Now that Stardust Crusaders has wrapped up, it’s time to move onto the next stage of the wild journey that is Jojo’s Bizarre Adventure. For the first time ever, Diamond Is Unbreakable has hit the west with its debut release, a hardcover like the rest of the Viz Media books. Is it good?
In April 1999, Jotaro Kujo travels to a town in Japan called Morioh to find a young man named Josuke Higashikata, the secret love child of his grandfather, Joseph Joestar. Upon finding him, Jotaro is surprised to learn that Josuke also possesses a Stand. After their strange meeting, the pair team up to investigate the town’s proliferation of unusual Stands!
The Initial Reaction
As strange as it may sound, I sort of skipped over Stardust Crusaders in my Jojo journey. I read the first two Parts and read a bit of the third, but just kind of fell out of it. I know, the most beloved of the franchise and I skipped most of it by jumping into Part 4. However, the franchise has been fairly easy to jump into at the beginning of almost any Part so far, so I assumed the same would hold true here.
Diamond Is Unbreakable both kind of is and kind of isn’t with needing to know the past. It fills you in enough on what you need to know about the series’s past, its characters, and the plot going forward. However, reading a little bit of Stardust Crusaders is at least recommended to have a semblance of an idea of what’s happening. Beyond that, this was pretty up to par with what I’ve come to expect from this weird franchise. However, that’s both good and bad.
The first volume of Diamond Is Unbreakable acts as a good introduction to the new situation we find our old and new characters in. We’re introduced to the rather mundane world where all our bizarre antics take place and a basic idea of what to expect: stop whoever is making new Stand users and take out any potential monsters among them. The story is tied a little into the past arc, making nods to Dio and some certain plot points that came about. However, jumping into this arc doesn’t really require much background for the most part.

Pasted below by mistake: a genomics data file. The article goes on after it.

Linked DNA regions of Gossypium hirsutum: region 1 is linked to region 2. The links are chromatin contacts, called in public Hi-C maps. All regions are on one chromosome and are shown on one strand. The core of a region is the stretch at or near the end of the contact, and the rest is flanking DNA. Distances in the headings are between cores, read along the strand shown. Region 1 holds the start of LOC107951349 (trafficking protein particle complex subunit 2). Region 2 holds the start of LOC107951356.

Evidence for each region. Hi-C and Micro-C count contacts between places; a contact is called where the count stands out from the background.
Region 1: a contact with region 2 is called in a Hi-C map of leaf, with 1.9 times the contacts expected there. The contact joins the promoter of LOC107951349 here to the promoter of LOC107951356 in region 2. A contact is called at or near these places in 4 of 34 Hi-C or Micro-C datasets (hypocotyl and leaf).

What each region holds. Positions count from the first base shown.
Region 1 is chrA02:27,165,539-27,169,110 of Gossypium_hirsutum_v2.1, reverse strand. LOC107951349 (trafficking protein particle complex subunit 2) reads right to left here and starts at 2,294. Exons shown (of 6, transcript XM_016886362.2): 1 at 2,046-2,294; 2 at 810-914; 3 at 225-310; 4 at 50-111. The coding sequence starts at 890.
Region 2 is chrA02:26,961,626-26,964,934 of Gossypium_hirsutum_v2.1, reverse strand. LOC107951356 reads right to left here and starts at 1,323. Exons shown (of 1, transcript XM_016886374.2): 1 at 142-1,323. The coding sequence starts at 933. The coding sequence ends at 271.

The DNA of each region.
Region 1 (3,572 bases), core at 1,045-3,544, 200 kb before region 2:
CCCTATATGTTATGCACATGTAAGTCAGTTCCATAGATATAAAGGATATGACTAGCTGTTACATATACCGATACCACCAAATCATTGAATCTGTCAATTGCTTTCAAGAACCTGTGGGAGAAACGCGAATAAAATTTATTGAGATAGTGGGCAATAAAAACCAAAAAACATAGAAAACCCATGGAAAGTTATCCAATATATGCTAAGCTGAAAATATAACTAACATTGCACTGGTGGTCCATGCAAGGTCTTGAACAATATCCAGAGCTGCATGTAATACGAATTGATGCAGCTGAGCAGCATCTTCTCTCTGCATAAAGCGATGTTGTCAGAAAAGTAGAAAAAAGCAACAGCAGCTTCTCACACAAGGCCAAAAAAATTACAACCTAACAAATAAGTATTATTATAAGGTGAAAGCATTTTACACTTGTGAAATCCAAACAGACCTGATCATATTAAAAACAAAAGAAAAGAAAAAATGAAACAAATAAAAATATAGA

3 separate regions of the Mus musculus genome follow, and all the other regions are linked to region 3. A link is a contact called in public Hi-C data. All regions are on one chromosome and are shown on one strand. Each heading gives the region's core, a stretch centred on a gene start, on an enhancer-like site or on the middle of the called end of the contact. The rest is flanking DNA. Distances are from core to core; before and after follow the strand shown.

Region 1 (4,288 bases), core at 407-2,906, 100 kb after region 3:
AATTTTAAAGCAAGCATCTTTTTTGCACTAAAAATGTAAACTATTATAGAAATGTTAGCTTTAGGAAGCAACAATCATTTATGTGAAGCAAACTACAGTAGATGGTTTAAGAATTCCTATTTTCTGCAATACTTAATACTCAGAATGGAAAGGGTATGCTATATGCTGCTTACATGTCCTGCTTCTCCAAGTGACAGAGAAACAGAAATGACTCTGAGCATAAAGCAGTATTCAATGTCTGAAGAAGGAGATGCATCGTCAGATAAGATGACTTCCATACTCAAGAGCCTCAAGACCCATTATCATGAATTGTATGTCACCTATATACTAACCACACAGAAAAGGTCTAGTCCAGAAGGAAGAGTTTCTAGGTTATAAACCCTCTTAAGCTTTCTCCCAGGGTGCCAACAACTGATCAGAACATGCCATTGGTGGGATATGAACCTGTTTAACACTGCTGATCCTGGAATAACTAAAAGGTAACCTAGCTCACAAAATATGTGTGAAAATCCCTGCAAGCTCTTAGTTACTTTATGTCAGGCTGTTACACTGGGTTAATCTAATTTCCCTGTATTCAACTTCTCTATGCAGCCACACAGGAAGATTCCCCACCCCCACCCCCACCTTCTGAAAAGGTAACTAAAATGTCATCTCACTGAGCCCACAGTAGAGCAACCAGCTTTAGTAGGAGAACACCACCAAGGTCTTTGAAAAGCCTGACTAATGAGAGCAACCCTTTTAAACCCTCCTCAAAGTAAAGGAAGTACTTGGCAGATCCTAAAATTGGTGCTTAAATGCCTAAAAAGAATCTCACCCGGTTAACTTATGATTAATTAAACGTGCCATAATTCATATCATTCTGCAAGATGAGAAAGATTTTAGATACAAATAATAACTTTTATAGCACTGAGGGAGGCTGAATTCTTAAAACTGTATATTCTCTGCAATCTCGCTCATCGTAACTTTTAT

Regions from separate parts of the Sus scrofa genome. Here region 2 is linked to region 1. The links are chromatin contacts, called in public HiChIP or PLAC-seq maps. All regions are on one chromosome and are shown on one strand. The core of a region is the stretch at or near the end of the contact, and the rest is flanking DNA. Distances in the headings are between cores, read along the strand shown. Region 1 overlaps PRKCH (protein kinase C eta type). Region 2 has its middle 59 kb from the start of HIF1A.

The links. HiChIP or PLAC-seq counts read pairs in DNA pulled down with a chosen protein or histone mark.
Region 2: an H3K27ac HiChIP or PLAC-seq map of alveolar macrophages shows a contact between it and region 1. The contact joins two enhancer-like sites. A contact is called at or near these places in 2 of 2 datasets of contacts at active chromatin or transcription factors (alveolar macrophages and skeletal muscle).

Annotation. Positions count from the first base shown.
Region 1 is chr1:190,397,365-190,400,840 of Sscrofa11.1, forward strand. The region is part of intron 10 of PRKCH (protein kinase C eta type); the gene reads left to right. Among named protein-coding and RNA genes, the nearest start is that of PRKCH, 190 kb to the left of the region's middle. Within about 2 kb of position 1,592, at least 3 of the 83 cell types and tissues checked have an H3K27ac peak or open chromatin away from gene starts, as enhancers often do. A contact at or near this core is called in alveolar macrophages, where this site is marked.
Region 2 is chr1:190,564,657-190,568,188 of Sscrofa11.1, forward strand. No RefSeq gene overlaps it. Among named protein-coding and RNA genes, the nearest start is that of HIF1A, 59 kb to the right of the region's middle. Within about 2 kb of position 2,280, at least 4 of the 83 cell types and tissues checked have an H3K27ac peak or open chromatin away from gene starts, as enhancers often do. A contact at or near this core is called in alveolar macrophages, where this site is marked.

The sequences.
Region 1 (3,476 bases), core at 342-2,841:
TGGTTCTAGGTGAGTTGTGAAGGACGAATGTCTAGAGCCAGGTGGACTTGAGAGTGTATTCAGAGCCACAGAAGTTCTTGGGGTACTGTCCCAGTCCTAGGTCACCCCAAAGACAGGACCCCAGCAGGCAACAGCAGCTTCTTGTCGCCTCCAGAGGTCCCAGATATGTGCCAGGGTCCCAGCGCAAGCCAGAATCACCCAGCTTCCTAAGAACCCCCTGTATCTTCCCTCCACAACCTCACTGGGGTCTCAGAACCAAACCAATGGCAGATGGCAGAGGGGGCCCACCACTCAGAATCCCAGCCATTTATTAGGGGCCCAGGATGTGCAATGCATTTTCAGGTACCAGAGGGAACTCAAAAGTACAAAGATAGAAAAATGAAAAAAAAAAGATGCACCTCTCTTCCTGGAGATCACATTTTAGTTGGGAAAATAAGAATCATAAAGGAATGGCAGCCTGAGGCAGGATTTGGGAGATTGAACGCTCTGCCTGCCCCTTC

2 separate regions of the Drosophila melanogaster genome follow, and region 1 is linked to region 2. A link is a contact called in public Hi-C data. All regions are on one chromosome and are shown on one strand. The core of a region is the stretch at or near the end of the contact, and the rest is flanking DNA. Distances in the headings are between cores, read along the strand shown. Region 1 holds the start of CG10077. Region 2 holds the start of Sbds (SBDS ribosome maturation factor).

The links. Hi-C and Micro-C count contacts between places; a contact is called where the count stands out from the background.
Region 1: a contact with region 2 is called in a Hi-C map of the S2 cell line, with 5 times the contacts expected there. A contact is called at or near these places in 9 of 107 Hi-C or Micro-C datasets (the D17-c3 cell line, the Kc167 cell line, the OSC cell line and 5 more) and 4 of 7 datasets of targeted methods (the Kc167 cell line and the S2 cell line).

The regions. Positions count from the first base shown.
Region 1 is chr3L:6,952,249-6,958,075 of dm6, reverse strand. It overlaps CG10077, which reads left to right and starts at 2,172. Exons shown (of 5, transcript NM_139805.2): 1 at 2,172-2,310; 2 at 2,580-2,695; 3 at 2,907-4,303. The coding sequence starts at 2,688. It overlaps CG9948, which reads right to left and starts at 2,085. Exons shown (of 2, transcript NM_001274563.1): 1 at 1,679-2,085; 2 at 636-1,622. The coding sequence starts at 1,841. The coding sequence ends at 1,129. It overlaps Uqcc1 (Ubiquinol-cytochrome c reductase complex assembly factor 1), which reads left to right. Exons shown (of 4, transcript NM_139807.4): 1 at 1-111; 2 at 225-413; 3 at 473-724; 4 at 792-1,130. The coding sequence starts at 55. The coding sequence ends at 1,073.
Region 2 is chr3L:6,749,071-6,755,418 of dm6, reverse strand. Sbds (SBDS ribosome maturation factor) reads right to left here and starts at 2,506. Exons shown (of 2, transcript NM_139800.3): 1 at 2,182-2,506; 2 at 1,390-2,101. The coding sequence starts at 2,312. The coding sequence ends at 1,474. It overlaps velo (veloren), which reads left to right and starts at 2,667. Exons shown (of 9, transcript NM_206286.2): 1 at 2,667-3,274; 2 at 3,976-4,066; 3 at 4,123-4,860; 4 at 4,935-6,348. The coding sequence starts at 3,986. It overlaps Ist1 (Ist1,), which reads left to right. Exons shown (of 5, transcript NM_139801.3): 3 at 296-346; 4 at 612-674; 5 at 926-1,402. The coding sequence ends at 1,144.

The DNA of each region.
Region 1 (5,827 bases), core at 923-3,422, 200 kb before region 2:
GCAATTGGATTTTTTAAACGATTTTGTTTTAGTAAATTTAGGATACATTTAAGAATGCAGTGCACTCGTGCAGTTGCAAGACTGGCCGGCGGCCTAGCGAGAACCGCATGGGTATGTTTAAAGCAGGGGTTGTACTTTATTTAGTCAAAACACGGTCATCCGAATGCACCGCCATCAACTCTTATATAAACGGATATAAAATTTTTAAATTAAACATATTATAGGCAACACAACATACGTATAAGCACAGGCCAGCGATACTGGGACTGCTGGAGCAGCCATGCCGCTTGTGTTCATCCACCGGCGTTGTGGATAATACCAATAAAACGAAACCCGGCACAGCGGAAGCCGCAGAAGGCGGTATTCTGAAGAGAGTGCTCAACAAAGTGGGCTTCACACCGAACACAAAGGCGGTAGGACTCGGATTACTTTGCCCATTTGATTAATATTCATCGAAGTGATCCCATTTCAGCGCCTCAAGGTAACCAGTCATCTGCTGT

For instance, Stands. They’re just sort of there now. Just people with incredible powers that only other Stand users can see, which are depicted as weird beings of all shapes and sizes. The manga sort of expects you to get that these are a thing now and doesn’t really explain them, unlike Hamon in Part 2. So, it’s just something a reader will have to run with if they jump in here.
The one thing that really stands out to me personally about Diamond Is Unbreakable is its setting. Throughout the series’s journey, we went from a hellscape village overrun by vampire zombies, to New York City in the ’20s, a Nazi base in Mexico, ancient ruins, hopped several places across the globe, and so much more. Our location though is Morioh, a fairly typical city with a population of 50K. It doesn’t look much different from any city or residential community, and yet, the extraordinary is going down there. This location feels rather refreshing in how normal it is (or would it be abnormal given this franchise?) and how kind of close to home it hits to the characters and to the audience. The little details given or the maps of the area help drive it home in a way that makes the world of the manga stand out more than most of the franchise.
So far, we have a small group of characters with no clear villain at this point. Our lead is Josuke Higashikata, the son of Joseph Joestar, who had an affair in the past. Unfortunately, he doesn’t really jump out as much as the past Jojos, feeling more like a hodgepodge. He has some of the noble traits of the first, some of the crafty and smart thinking of the second, and sort of the punkish air and aura of the third. He does have some motivation for helping stop the insanity happening in his home, though it’s a bit forced all things considered. He’s not a bad character, and his smart thinking is certainly fun to watch. However, at this point in time, he just doesn’t do much to distinguish himself from the other leads in the past besides his sticking point with people mocking his hairstyle.
Our supporting cast, judging by how things go, are Koichi Hirose, Okuyasu Nijimura, and Jotaro Kujo. Hirose comes across as the third wheel initially, reminding me a lot of Speedwagon in Phantom Blood and Smokey Brown in Battle Tendency. He’s the guy who isn’t particularly powerful and is mostly just around to comment on things. However, credit to the creator, he does end up in a different situation than the others that does offer more room for character growth and development. How it will play out is unknown, but it does leave Hirose as someone to watch. For the time being, he’s sort of there.